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The Shape Shifter: A Joe Leaphorn/Jim Chee Novel (Joe Leaphorn/Jim Chee Novels)by Tony Hillerman
Synopses & Reviews
Since his retirement from the Navajo Tribal Police, Joe Leaphorn has occasionally been enticed to return to work by former colleagues who seek his help when they need to solve a particularly puzzling crime. They ask because Leaphorn, aided by officers Jim Chee and Bernie Manuelito, always delivers.
But this time the problem is with an old case of Joe's—his "last case," unsolved, is one that continues to haunt him. And with Chee and Bernie just back from their honeymoon, Leaphorn is pretty much on his own.
The original case involved a priceless, one-of-a-kind Navajo rug supposedly destroyed in a fire. Suddenly, what looks like the same rug turns up in a magazine spread. And the man who brings the photo to Leaphorn's attention has gone missing. Leaphorn must pick up the threads of a crime he'd thought impossible to untangle. Not only has the passage of time obscured the details, but it also appears that there's a murderer still on the loose.
New York Times bestselling author Tony Hillerman is at the top of his form in this atmospheric and riveting novel set amid the rugged beauty of his beloved Southwest.
"A picture cut from a glossy magazine, Luxury Living, draws retired Navajo tribal policeman Lt. Joe Leaphorn into a hunt for a soulless killer in bestseller Hillerman's enthralling 18th Leaphorn/Chee whodunit (after 2004's Skeleton Man). The picture's sender, Mel Bork, another cop retiree, wonders if the distinctive Navajo rug shown in the picture is the same one Leaphorn described to him long ago, a rug supposedly destroyed in a fire the two officers investigated that took the life of a person identified as among the FBI's most wanted. Bork's subsequent disappearance and murder herald the dangers awaiting Leaphorn from a most formidable enemy. As Leaphorn searches for evidence to confirm his suspicions, he enlists the aid of Sgt. Jim Chee and his bride, Bernadette Manuelito, just back from their honeymoon. Only Hillerman could so masterfully connect such disparate elements as an ancient cursed weaving, two stolen buckets of pion sap and the Vietnam War. The conclusion is sure to startle longtime fans of this acclaimed mystery series." Publishers Weekly (Starred Review) (Copyright Reed Business Information, Inc.)
"In Tony Hillerman's 'The Shape Shifter,' a lot is riding on a little mysterious carpet. Not any old welcome mat, but a precious Navajo taleteller rug, full of portents, interwoven with bits of bark and feathers. Supposed to have been burned in a fire years before, the priceless artifact turns up in the pages of an interiors magazine, shown on the wall of a rich man named Jason Delos. After it's spotted... Washington Post Book Review (read the entire Washington Post review) by Joe Leaphorn, a retired Navajo policeman, and an old colleague of his (whose car almost immediately plunges down a canyon), the story ravels through an elaborate investigation of theft and murder. The gentle style of this laconic author and his even more laconic Leaphorn are immensely appealing, as are his insights into Navajo behavior, such as a reluctance to interrupt when anyone is speaking. Hillerman is unbeatable at the flat planes of realistic conversation. One of the most memorable characters is Tommy Vang, a curiously ambiguous, fine-boned man, whom Delos adopted as a child in Cambodia. He's subtly rendered as something between a sex-slave and servant, and Hillerman uses Vang's gradual recognition of his own situation to propel the story to an exciting conclusion. For readers bent on the whodunit aspect, the title offers a whopping clue, but 'The Shape Shifter' has more to offer than mystery. Philippa Stockley is author of the novels 'A Factory of Cunning' and 'The Edge of Pleasure.'" Reviewed by Philippa Stockley, Washington Post Book World (Copyright 2006 Washington Post Book World Service/Washington Post Writers Group)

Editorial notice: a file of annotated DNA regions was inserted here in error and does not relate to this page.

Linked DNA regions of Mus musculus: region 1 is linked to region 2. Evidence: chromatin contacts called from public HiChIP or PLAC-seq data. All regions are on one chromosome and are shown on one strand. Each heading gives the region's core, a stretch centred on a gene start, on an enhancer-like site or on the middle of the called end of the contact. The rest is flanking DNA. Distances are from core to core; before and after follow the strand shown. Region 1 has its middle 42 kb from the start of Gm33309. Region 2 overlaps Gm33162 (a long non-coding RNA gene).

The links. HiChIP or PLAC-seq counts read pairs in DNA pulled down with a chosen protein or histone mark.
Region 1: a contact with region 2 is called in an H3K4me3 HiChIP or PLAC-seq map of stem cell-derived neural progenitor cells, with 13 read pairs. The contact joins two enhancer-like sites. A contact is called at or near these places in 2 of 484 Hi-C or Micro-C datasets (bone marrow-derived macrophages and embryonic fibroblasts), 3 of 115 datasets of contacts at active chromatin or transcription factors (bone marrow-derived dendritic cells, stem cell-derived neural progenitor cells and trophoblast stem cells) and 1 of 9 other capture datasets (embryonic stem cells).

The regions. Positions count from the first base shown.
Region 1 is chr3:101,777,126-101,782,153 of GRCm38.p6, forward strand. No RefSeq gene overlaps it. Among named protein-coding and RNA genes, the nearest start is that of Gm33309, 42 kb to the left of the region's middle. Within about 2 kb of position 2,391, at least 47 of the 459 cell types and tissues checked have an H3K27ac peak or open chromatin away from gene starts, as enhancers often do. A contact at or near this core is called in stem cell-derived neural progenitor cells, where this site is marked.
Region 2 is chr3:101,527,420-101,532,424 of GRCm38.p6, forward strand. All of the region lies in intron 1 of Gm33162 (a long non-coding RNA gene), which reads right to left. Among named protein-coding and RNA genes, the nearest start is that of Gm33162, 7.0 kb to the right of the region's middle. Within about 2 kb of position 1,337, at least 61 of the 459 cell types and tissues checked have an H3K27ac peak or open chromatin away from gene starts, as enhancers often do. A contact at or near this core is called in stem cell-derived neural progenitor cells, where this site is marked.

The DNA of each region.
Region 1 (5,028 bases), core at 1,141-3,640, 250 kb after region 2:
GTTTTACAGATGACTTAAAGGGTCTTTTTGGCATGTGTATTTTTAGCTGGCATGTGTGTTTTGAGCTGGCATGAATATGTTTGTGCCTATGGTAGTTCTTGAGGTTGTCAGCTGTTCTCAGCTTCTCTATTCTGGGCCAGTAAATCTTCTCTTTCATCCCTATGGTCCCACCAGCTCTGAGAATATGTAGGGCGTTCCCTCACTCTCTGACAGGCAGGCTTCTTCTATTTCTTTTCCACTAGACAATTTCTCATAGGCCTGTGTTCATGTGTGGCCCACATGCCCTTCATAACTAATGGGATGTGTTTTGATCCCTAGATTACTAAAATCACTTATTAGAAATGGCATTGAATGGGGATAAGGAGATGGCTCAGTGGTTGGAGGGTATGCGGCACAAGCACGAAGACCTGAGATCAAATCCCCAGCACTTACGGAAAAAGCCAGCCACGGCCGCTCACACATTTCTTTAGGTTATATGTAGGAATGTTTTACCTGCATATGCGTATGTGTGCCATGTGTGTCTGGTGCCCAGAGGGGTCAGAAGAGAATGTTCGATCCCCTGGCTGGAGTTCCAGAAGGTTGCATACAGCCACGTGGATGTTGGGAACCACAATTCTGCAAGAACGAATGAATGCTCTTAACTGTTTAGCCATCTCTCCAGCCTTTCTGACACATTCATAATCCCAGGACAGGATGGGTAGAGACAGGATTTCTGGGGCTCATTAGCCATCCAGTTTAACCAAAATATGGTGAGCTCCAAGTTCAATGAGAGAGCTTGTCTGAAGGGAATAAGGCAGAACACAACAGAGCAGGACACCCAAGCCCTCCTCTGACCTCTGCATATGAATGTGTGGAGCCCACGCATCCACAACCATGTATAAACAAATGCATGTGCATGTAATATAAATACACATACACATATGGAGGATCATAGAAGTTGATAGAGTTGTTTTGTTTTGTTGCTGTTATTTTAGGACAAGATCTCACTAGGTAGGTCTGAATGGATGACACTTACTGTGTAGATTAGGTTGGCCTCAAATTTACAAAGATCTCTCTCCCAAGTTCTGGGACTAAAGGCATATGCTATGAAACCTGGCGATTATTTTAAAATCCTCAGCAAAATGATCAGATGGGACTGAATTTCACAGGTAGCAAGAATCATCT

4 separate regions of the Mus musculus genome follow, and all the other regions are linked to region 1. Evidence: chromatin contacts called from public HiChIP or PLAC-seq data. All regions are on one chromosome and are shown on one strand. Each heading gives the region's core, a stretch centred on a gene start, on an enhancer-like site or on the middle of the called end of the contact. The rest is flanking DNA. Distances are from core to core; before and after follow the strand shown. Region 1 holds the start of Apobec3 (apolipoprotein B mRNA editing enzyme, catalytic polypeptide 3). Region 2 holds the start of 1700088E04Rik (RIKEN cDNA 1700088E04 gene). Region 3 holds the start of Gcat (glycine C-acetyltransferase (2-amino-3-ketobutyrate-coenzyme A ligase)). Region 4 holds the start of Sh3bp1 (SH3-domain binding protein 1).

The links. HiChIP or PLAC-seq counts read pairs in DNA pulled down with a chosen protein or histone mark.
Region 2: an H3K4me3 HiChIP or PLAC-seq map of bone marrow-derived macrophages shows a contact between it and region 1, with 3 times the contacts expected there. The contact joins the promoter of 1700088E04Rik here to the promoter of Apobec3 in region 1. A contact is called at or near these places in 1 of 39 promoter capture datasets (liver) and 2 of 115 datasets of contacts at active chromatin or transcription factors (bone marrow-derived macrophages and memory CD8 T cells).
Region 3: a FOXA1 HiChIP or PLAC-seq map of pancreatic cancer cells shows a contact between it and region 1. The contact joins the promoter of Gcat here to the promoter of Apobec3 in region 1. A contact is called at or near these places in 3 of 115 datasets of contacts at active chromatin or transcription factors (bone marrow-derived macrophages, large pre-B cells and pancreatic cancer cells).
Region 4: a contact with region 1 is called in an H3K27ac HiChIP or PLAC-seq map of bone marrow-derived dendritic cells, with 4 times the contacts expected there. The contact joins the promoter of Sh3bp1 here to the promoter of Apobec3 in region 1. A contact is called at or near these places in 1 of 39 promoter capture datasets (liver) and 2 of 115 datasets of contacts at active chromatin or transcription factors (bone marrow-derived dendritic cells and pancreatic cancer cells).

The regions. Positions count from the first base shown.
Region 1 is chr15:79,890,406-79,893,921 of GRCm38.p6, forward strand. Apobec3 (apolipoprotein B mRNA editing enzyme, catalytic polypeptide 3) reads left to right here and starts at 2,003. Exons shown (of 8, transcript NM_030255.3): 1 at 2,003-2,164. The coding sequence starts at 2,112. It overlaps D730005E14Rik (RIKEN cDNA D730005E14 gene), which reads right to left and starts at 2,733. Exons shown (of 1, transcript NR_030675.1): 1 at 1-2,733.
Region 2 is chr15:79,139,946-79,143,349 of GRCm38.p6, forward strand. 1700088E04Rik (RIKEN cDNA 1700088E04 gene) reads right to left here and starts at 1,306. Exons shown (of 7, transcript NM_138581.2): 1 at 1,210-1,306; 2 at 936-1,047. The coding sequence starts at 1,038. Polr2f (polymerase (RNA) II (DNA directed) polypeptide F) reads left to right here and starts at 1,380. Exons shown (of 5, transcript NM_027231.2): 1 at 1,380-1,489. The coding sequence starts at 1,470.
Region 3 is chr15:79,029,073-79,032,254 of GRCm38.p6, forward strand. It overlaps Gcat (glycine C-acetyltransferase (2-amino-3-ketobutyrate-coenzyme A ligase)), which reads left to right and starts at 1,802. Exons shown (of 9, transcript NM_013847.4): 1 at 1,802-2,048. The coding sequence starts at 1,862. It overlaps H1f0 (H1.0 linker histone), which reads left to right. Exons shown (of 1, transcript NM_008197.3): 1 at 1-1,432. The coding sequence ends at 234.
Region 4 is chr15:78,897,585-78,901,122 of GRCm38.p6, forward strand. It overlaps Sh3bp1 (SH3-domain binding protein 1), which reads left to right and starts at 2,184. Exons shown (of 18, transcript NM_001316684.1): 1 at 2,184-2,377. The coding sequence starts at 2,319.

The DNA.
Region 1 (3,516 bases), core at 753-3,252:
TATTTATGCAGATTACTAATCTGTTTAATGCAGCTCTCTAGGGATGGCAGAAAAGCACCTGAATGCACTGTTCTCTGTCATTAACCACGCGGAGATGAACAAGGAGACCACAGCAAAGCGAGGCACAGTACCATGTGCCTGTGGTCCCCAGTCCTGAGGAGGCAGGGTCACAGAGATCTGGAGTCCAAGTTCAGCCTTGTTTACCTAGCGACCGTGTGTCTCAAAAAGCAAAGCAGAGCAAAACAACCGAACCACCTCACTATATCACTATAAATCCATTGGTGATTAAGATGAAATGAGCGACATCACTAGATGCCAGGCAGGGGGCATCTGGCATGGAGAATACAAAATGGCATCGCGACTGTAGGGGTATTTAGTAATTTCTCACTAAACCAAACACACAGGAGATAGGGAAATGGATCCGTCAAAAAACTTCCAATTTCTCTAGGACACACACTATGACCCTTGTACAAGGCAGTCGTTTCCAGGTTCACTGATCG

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"The gentle style of this laconic author and his even more laconic Leaphorn are immensely appealing, as are his insights into Navajo behavior....The Shape Shifter has more to offer than mystery." The Washington Post Book World
"Hillerman's latest venture...is not his best, but it will still be enjoyed by his loyal fans....As always, Hillerman seamlessly weaves bits of Navajo lore and history into the narrative, the major strength of this entry in his long-lived series." Library Journal
"Not much mystery this time....But Hillerman's warmth is undiminished as he follows a dogged old cop who burns up gasoline by driving all over Arizona because he can't bear to sit at home." Kirkus Reviews
Legendary Lieutenant Joe Leaphorn is back in this latest tale of murder and mystery from New York Times bestselling author Tony Hillerman. With Jim Chee and Bernie Manuelito on their honeymoon, Joe's left on his own to pick up the threads of a crime he thought impossible to solve.
About the Author
Tony Hillerman (1925-2008), an Albuquerque, New Mexico, resident since 1963, was the author of 29 books, including the popular 18-book mystery series featuring Navajo police officers Jim Chee and Joe Leaphorn, two non-series novels, two childrens books, and nonfiction works. He had received every major honor for mystery fiction; awards ranging from the Navajo Tribal Council's commendation to France 's esteemed Grand prix de litterature policiere. Western Writers of America honored him with the Wister Award for Lifetime achievement in 2008. He served as president of the prestigious Mystery Writers of America, and was honored with that groups Edgar Award and as one of mystery fictions Grand Masters. In 2001, his memoir, Seldom Disappointed, won both the Anthony and Agatha Awards for best nonfiction.
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